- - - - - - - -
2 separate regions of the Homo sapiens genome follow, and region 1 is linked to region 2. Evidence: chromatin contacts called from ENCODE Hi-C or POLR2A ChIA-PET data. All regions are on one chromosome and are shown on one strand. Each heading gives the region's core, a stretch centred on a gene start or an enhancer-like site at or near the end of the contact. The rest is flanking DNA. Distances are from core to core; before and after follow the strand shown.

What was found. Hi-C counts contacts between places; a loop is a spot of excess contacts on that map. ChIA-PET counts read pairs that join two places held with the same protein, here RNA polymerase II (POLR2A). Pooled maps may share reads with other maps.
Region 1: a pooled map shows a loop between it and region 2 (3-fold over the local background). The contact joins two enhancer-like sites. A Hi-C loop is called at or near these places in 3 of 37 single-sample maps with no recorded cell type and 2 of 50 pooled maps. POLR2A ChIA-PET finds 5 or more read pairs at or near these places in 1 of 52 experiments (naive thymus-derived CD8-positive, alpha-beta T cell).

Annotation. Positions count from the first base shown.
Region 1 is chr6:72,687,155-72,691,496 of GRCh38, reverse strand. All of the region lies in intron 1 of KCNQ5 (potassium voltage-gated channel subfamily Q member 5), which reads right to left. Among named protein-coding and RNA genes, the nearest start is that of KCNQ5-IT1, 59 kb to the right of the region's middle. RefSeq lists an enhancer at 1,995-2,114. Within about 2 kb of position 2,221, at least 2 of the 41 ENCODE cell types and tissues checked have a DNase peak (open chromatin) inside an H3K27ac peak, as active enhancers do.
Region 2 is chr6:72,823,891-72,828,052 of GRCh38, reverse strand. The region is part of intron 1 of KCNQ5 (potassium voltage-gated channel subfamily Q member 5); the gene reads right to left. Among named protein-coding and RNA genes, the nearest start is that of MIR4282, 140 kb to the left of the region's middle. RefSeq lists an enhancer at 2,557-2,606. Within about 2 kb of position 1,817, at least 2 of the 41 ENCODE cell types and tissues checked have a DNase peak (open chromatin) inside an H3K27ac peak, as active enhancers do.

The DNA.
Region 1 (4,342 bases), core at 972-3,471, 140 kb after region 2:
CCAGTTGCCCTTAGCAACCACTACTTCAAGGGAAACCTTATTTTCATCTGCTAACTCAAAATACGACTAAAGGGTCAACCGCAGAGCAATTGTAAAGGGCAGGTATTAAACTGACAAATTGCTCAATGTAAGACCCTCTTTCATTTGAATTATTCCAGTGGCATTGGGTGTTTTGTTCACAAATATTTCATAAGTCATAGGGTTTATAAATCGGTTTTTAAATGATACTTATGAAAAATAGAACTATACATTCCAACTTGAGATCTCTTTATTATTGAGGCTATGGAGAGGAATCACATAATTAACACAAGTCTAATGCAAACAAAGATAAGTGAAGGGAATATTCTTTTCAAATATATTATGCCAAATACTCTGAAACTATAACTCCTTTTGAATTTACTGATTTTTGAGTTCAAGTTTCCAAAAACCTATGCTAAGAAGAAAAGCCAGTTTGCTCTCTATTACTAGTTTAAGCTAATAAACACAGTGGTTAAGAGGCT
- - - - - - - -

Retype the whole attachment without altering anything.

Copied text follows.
2 separate regions of the Homo sapiens genome follow, and region 1 is linked to region 2. Evidence: chromatin contacts called from ENCODE Hi-C or POLR2A ChIA-PET data. All regions are on one chromosome and are shown on one strand. Each heading gives the region's core, a stretch centred on a gene start or an enhancer-like site at or near the end of the contact. The rest is flanking DNA. Distances are from core to core; before and after follow the strand shown.

What was found. Hi-C counts contacts between places; a loop is a spot of excess contacts on that map. ChIA-PET counts read pairs that join two places held with the same protein, here RNA polymerase II (POLR2A). Pooled maps may share reads with other maps.
Region 1: a pooled map shows a loop between it and region 2 (3-fold over the local background). The contact joins two enhancer-like sites. A Hi-C loop is called at or near these places in 3 of 37 single-sample maps with no recorded cell type and 2 of 50 pooled maps. POLR2A ChIA-PET finds 5 or more read pairs at or near these places in 1 of 52 experiments (naive thymus-derived CD8-positive, alpha-beta T cell).

Annotation. Positions count from the first base shown.
Region 1 is chr6:72,687,155-72,691,496 of GRCh38, reverse strand. All of the region lies in intron 1 of KCNQ5 (potassium voltage-gated channel subfamily Q member 5), which reads right to left. Among named protein-coding and RNA genes, the nearest start is that of KCNQ5-IT1, 59 kb to the right of the region's middle. RefSeq lists an enhancer at 1,995-2,114. Within about 2 kb of position 2,221, at least 2 of the 41 ENCODE cell types and tissues checked have a DNase peak (open chromatin) inside an H3K27ac peak, as active enhancers do.
Region 2 is chr6:72,823,891-72,828,052 of GRCh38, reverse strand. The region is part of intron 1 of KCNQ5 (potassium voltage-gated channel subfamily Q member 5); the gene reads right to left. Among named protein-coding and RNA genes, the nearest start is that of MIR4282, 140 kb to the left of the region's middle. RefSeq lists an enhancer at 2,557-2,606. Within about 2 kb of position 1,817, at least 2 of the 41 ENCODE cell types and tissues checked have a DNase peak (open chromatin) inside an H3K27ac peak, as active enhancers do.

The DNA.
Region 1 (4,342 bases), core at 972-3,471, 140 kb after region 2:
CCAGTTGCCCTTAGCAACCACTACTTCAAGGGAAACCTTATTTTCATCTGCTAACTCAAAATACGACTAAAGGGTCAACCGCAGAGCAATTGTAAAGGGCAGGTATTAAACTGACAAATTGCTCAATGTAAGACCCTCTTTCATTTGAATTATTCCAGTGGCATTGGGTGTTTTGTTCACAAATATTTCATAAGTCATAGGGTTTATAAATCGGTTTTTAAATGATACTTATGAAAAATAGAACTATACATTCCAACTTGAGATCTCTTTATTATTGAGGCTATGGAGAGGAATCACATAATTAACACAAGTCTAATGCAAACAAAGATAAGTGAAGGGAATATTCTTTTCAAATATATTATGCCAAATACTCTGAAACTATAACTCCTTTTGAATTTACTGATTTTTGAGTTCAAGTTTCCAAAAACCTATGCTAAGAAGAAAAGCCAGTTTGCTCTCTATTACTAGTTTAAGCTAATAAACACAGTGGTTAAGAGGCT